It turns out you can: earlier this month a project by the “Feminist Software Foundation,” spearheaded by 4chan enthusiasts, emerged on GitHub. It mocked the cause of feminism at large, along with its interest in technology. The project spoofed commits by other GitHub contributors who have been outspoken on issues around social justice. These folks also got some fun Twitter interactions.

You don’t have to take my word for it. Ashe Dryden covers this well:

I know many women that either don’t contribute to OSS because they’ve been dismissed for being women – being too pretty, not pretty enough, being forced to prove their competence more than their male counterparts because they’re women. I’ve talked to women who use gender-ambiguous GitHub names and don’t post a picture of themselves as their avatar because of how quickly this happens. In addition, the sexual harassment, slurs, and other derogatory language that are used directly or indirectly at these groups of people causes many to not want to participate at all. Additionally, there are very public instances of assuming someone is male.

Most damning: “approximately 1.5% of F/LOSS contributors are female as compared to 28% in proprietary software.” So OSS is definitely not where you want to look for female startup founders.

Zuckerberg

No, the problem is these women are not by the time get to 23…Like Mark Zuckerberg starts programming, starts messing about with computers when he’s like 10 or whatever. By the time he’s starting Facebook he’s a hacker, and so he looks at the world through hacker eyes. That’s what causes him to start Facebook. We can’t make these women look at the world through hacker eyes and start Facebook because they haven’t been hacking for the past 10 years.

Paul: Enough about Zuckerberg. You always seem to get yourself in trouble when you speak of your obsession with this young man.

YC has been around for nearly as long as Facebook has. If they were onto something on the scale of Facebook, we’d probably smell it by now. YC has certainly had some successes, but its top stuff is funded or acquired at levels, so far, easily matched by the budget of a big summer movie.

So maybe YC doesn’t yet know what it takes to make a Facebook-level product. That’s okay! I think it’s a perfectly reasonable idea to try and figure that out.

But Zuckerberg is already Zuckerberg. There’s no one else who can take his place. Cloning him is really going to limit the scope of problems you’re able to tackle. He’s a brilliant technologist and a tenacious leader, but Zuckerberg is a billionaire because once upon a time he wanted a great way to check out chicks at his Ivy League university.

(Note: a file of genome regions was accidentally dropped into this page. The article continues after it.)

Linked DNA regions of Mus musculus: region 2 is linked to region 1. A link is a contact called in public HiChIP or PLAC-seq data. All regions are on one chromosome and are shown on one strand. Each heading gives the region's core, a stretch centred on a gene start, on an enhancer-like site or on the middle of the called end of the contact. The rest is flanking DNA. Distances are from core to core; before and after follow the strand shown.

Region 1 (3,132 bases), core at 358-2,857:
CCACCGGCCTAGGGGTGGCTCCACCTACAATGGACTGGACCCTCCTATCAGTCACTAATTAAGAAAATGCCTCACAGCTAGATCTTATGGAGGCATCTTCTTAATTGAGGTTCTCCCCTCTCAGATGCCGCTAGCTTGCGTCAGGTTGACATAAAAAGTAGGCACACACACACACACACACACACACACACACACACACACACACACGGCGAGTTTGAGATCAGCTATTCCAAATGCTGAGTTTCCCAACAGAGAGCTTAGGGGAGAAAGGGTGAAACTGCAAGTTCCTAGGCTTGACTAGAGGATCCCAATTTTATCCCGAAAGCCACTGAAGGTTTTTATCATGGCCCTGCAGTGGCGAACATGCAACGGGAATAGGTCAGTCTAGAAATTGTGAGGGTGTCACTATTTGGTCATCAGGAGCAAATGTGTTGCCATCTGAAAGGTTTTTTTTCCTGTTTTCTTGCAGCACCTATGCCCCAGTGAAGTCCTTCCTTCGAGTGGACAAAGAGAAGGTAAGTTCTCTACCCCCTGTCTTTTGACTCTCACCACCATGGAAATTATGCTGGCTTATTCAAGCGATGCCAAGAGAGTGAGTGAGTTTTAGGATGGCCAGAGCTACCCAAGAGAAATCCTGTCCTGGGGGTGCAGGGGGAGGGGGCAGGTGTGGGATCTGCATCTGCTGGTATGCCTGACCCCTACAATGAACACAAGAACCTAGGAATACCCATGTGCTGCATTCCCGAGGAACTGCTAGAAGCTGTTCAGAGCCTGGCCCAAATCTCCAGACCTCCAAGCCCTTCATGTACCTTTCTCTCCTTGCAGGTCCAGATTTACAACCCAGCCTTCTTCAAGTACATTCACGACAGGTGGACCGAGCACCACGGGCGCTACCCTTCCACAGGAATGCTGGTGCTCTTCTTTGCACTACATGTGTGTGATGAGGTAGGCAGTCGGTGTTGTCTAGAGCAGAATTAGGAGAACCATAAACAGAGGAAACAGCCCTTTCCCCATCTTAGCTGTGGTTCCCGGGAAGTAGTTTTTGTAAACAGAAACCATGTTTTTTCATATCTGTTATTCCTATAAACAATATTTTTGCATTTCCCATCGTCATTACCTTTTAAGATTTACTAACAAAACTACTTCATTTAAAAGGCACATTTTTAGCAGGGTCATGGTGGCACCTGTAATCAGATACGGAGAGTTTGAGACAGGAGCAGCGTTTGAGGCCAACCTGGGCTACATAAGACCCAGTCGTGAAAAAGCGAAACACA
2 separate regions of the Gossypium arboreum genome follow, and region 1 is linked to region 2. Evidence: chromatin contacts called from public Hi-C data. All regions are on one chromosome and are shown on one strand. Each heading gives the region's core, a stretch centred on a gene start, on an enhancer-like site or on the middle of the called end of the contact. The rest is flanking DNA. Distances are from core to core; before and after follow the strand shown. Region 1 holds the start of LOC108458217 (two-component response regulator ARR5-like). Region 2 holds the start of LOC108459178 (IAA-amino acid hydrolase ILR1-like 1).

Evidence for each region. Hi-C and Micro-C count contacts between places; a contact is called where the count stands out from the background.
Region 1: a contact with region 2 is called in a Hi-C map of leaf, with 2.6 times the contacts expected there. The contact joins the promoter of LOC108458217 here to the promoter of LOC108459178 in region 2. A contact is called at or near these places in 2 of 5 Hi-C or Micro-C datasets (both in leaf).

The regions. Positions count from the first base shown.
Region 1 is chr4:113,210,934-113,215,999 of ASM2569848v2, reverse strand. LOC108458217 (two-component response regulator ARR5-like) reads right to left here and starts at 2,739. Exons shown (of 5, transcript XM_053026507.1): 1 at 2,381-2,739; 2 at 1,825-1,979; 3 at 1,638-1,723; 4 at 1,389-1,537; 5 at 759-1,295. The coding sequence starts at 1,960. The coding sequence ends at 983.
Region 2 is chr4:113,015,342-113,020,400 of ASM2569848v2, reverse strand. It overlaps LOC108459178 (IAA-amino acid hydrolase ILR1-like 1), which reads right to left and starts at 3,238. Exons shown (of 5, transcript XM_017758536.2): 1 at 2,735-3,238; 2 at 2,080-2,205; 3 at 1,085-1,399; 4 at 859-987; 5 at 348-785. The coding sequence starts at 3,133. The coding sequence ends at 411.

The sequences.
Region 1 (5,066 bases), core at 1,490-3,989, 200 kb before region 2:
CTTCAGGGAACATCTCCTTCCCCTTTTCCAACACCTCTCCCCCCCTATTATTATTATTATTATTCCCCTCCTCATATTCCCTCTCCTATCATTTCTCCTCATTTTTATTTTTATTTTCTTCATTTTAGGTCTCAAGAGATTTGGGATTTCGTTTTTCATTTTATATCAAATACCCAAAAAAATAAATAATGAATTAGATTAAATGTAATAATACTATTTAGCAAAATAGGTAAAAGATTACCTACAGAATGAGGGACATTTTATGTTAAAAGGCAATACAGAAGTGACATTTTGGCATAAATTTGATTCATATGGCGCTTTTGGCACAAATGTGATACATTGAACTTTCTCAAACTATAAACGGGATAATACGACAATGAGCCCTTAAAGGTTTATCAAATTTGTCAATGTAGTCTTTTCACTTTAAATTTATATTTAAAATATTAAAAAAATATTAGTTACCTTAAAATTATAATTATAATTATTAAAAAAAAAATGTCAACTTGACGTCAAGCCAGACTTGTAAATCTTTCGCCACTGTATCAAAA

The world’s problems – not to mention the pots of lucre waiting to be liberated for solving them – are far more complex and varied. What if there was more than one way to arrive at the “hacker eyes” perspective Graham is looking for?

What if “hacker eyes” aren’t the only perspective that can propel a startup to success?

Leave Paul alone?

Nah. He’s in the business of making money.

I betcha anything he makes a lot more money when he broadens the scope of his ideal founder recruitment beyond horny, privileged Harvard boys. Then we all win. Be civil, but keep on him and his investor colleagues.

But why the anger?

I’ve pointed out why someone might disagree, but not why they’d be angry.

Here’s the issue: it’s not Graham’s responsibility to fix the inequities in tech. If he has no new ideas about how to fix the problem, though, the most productive action he can take as a prominent person is to pass the mic to someone who does. It’s easy to say “It’s a problem. I don’t know how to solve it. But I respect these folks who are trying and you should talk to them.”

Instead, his overall tone is one of resignation. The position seems expert and defeatist.

Not everyone is willing to give up the fight.

While Graham shoves his hands in his pockets, real people are trying to make their mark on the world. They’re finding their progress in technology undermined by the frustrating fact that their paths look very different from Zuckerberg’s. Graham’s success has elevated him to a position of influence. In this case that influence is, even if inadvertently, impeding progress.

These public remarks justify a reality that feels pretty unfair to a lot people. Worse yet, they confirm fears that investors are pretty out of touch with the challenges faced by technologists who aren’t young men.

That’ll piss you off.